Calculus
posted by Corin on .
How would I go about finding the derivative of f(x)=ln(x)(7x2)^3
first=ln(x)
second= (7x2)^3
Would I do first times the derivative of the second + second times the derivative of the first?
If so, what is the derivative of lnx?
I'm confused.
Thanks for your help.
Cori

"Would I do first times the derivative of the second + second times the derivative of the first?"
That's right. But whenever you are not sure about such a rule you should derive it yourself from first principles. Otherwise you are just going to use a rule that you don't understand.
The derivative of ln(x) is 1/x. 
f(x)=lnx
f'(x)= 1/x
If I remember correctly your going to have to derize the second one again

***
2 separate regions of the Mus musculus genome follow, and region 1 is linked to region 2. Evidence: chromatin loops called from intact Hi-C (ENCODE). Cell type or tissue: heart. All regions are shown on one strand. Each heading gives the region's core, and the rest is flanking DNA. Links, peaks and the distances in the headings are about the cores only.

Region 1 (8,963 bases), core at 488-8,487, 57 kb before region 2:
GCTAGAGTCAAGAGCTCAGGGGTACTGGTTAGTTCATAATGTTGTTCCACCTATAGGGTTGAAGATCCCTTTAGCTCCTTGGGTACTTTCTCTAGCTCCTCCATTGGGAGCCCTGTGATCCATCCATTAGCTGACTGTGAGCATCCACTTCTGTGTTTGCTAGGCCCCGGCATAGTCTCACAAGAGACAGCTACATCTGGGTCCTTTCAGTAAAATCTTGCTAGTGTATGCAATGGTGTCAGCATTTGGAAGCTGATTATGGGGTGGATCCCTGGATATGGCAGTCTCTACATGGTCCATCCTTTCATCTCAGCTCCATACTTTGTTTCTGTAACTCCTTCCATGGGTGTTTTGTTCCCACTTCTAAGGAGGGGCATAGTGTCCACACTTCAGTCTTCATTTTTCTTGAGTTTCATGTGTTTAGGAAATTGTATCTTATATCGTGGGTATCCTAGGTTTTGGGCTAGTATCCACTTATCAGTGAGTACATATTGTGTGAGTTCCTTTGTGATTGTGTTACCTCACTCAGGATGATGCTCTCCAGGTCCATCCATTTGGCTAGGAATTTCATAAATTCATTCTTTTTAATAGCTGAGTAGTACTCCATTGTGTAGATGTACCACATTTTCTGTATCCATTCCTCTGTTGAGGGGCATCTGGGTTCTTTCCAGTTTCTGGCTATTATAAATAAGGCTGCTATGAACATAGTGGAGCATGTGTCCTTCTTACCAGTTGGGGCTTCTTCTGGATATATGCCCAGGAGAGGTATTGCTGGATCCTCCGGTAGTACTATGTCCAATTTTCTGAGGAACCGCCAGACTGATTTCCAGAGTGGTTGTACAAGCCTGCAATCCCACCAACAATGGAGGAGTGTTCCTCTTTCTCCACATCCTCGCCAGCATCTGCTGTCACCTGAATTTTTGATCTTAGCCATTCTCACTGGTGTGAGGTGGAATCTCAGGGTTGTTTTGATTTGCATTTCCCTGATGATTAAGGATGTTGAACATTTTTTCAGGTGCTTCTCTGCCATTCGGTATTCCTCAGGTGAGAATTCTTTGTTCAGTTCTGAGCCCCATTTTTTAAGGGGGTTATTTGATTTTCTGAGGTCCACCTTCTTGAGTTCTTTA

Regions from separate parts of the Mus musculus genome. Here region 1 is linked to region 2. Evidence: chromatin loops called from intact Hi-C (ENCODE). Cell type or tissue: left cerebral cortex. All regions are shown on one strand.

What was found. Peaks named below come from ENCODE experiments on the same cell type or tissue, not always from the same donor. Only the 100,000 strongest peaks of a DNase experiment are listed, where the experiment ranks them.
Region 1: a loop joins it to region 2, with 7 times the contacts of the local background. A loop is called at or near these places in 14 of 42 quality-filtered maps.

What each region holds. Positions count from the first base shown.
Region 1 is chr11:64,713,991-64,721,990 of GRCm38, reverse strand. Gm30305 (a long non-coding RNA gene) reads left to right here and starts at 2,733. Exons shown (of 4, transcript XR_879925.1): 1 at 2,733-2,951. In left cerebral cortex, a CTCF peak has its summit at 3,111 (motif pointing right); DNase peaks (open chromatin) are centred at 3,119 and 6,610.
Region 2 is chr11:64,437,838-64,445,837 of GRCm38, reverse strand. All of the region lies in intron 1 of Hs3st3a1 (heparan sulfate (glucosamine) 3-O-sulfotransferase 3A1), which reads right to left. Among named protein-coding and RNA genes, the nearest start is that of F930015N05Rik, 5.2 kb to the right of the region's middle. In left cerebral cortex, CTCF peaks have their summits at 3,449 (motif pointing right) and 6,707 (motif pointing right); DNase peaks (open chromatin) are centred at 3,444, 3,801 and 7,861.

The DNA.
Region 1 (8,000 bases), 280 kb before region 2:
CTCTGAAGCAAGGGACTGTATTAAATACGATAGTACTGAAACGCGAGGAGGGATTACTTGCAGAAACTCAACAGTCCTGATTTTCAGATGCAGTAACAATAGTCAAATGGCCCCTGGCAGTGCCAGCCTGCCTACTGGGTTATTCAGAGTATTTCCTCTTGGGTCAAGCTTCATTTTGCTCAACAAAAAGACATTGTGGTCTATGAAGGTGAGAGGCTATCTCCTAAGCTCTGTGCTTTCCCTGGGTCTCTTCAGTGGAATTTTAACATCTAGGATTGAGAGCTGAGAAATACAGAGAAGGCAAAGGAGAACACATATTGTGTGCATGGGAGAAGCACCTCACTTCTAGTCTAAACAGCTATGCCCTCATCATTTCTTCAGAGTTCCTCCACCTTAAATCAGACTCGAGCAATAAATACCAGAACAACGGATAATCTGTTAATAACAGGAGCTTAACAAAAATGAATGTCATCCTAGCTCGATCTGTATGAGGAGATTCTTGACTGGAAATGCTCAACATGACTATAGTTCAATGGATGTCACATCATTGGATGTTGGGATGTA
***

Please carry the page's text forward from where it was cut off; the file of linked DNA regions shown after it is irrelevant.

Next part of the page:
(chain rule)
(7x2)^3
x= 7x2
dx= 7
(x)^3dx get the derivative of this
3(x)^31 dx + c
3(x)^2 dx + c
and plugging in the found values...
3(7x2)^2 ( 7)= 21(7x2)^2
(2nd part)
For the first part
it Should just be ln(x)= 1/x if I'm not incorrect (my text uses 2 functions instead of using ln so I'm not 100% sure)
so putting it together assuming my thinking is correct:
(1/x )(21(7x2)^2)
since the 2nd was already differentiated..
by the product rule if I remember correctly
f'(x)= (1/x)+(21(7x2)^2) 
I forgot a important part..the first part is to use the product rule
derivative of the first * second function + first*derivative of the second
then doing this again,correcting that error
f(x)= ln(x)(7x2)^3
product rule first then the chain rule for (7x2)^3
(1/x)(7x2)^3 + (lnx)3(7x2)^2
chain rule for the 2nd part
x = 7x2
dx = 7
~you could replace the internal equation 7x2 with x or not but
if you do
(1/x)(7x2)^3 + (lnx)3(x)^2dx
plug in the values of x and dx and
(1/x)(7x2)^3 + (lnx)3(7x2)^2(7)=
(1/x)(7x2)^3 + 21 (lnx)(7x2)^2
(I didn't go and simplify though) 
Thanks so much for all your help. I figured it out.
Cori